New Hampshire’s second largest industry is tourism. Tourism includes a number of business sectors ranging from hotels to resorts and campgrounds, restaurants to retail stores, attractions, arts, entertainment, real estate, and more. Tourism even impacts the trades and services, like house cleaners, property managers, carpenters, painters, plumbers, and firewood suppliers.
In recent years, tourism-dependent businesses, including our own resort community Waterville Valley, have seen a drop in family vacationers in August as well as a mass exodus of seasonal employees before Labor Day as they return to high school and college.
Pre-Labor Day school start dates and pre-season sports camps and practices are increasingly eating away at our summer season business.
I received an email this morning from White Mountain Attractions (WMA), a chamber like organization that represents, supports and markets 17 attractions in New Hampshire’s White Mountains, one of New England’s most popular tourism destinations. WMA informed its members that our local school district in Plymouth, NH, is considering moving the start date for schools to the week of August 20th, 2019. The Plymouth school board is looking to finalize the decision at their upcoming meeting on Tuesday, Jan. 15, at 5 p.m., at the Plymouth Regional High School (86 Old Ward Bridge Road, Plymouth, NH 03264).
A local business person, Jeb Boyd, writes, “Last night, the school board nearly voted to begin school the week of August 20. Fortunately, one of our colleagues was there to share with the board the strong negative economic impact when schools start prior to Labor Day and they agreed to delay the decision until January 15. With the record [low] unemployment rate, high school labor has become a necessity in order for our businesses to succeed. A good work environment develops great transferable skills for our youth. By allowing kids the time to work, it supports us in many ways.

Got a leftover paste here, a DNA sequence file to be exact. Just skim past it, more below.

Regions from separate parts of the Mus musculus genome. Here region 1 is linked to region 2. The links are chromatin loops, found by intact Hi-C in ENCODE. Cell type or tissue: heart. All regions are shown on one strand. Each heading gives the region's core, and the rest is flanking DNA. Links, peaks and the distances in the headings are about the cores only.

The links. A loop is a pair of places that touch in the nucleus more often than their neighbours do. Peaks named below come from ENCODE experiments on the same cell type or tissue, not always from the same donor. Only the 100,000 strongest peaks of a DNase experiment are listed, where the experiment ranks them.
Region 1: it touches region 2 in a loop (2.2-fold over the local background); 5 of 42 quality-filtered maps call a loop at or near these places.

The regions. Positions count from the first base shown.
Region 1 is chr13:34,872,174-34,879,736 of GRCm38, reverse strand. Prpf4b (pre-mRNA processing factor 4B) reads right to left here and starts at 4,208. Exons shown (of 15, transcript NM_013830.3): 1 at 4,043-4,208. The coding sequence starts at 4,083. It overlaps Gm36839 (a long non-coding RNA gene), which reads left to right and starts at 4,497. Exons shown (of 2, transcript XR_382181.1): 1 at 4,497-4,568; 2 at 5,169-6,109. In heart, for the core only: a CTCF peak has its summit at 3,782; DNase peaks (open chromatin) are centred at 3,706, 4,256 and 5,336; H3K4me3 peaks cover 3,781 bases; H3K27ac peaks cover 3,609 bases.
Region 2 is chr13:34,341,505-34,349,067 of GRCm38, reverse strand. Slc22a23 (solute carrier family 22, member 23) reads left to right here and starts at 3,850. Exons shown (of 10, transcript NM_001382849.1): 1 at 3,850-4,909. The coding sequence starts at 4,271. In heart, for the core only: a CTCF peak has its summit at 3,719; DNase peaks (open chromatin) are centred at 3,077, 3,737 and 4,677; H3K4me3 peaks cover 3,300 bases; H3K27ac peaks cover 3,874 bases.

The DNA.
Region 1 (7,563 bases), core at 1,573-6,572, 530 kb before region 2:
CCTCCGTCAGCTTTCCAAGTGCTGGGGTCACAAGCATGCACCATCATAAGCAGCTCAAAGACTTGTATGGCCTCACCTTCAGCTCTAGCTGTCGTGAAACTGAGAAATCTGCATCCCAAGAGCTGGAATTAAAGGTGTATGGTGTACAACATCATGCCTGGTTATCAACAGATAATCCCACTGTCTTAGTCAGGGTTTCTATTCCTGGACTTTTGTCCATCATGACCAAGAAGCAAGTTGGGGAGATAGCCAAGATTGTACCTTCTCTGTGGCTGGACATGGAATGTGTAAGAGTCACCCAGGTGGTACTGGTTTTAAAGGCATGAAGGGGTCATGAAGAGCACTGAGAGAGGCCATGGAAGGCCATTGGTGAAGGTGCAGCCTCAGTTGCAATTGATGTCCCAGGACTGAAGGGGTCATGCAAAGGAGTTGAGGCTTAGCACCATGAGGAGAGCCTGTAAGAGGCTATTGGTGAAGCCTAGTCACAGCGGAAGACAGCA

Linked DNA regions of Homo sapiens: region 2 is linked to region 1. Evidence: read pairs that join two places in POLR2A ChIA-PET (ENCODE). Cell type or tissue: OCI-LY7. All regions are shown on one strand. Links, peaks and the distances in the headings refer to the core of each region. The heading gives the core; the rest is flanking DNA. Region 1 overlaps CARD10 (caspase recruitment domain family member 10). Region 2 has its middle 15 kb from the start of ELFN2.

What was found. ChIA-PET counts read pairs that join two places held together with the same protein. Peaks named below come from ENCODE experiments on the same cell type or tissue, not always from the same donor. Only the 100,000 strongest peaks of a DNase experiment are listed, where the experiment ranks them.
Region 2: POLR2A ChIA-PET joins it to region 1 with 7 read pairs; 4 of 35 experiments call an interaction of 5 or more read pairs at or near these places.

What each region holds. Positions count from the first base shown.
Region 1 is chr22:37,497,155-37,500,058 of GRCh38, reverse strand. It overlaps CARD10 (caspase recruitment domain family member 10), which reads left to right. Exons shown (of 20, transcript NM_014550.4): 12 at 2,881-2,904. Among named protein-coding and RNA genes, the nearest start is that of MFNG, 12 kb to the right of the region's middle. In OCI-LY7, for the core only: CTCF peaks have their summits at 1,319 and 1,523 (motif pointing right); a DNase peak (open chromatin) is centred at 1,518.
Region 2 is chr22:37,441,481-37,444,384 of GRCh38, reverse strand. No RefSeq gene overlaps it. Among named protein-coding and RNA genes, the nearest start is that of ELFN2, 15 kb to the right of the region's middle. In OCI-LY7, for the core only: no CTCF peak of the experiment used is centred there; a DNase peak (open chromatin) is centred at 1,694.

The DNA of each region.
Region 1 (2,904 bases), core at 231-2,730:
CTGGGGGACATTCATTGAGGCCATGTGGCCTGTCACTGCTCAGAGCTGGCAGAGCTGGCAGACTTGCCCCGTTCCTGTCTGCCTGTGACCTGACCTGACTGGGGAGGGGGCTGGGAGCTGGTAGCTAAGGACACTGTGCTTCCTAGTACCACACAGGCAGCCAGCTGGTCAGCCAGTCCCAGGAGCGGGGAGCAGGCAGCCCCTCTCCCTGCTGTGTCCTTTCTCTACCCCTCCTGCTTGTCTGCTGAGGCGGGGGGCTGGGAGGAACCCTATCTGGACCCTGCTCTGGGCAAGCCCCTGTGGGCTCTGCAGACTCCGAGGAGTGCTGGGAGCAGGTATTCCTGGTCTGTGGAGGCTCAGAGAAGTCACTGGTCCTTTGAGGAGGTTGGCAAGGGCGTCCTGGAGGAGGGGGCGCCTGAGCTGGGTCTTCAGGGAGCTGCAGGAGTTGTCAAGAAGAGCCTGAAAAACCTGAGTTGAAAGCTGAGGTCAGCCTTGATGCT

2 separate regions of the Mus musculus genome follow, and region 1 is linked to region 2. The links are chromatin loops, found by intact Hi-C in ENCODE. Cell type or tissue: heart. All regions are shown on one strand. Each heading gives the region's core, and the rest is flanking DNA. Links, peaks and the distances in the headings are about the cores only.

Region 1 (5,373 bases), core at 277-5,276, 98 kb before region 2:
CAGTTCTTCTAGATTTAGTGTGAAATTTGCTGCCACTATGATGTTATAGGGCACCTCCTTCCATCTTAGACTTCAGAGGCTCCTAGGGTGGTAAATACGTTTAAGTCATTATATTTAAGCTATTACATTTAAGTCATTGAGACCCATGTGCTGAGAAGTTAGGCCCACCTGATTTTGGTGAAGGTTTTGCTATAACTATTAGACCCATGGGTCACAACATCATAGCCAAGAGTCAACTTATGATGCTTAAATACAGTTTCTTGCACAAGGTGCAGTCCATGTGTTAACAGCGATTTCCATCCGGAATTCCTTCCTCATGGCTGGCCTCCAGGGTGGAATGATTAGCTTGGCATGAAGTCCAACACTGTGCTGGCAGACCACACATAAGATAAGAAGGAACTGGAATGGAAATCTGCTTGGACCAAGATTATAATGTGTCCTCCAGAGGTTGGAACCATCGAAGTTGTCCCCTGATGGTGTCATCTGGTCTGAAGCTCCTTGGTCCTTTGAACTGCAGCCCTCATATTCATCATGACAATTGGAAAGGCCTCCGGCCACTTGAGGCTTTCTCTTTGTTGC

- They have more income
- We have labor to serve our business needs
- Families have more time to recreate and enjoy all that our area and businesses have to offer.
“I ask that you please share this information as loud as you can and encourage [people] to attend this meeting in Plymouth to send a strong message to our public schools that we need school to start after Labor Day.”
Plymouth school district’s decision could set a precedent for other school districts in our region.
Attend the January 15th meeting if you can. If you can’t, please take a few minutes to draft and submit a letter with your concerns about schools starting before the Labor Day holiday. Submit letters to the address below by January 4th so the school board has time to review them.
Letters can be sent to:
Plymouth Regional High School
Attn: School Board Chairman
86 Old Ward Bridge Road
Plymouth, N.H., 03264
Articles relating to this topic:
Aug 28th: Sununu’s Push to Start School After Labor Day – https://www.insidesources.com/sununus-push-to-start-school-after-labor-day-is-smart-politics/
Nov 29th: Save our Summers Study – https://www.governor.nh.gov/summers/documents/report.pdf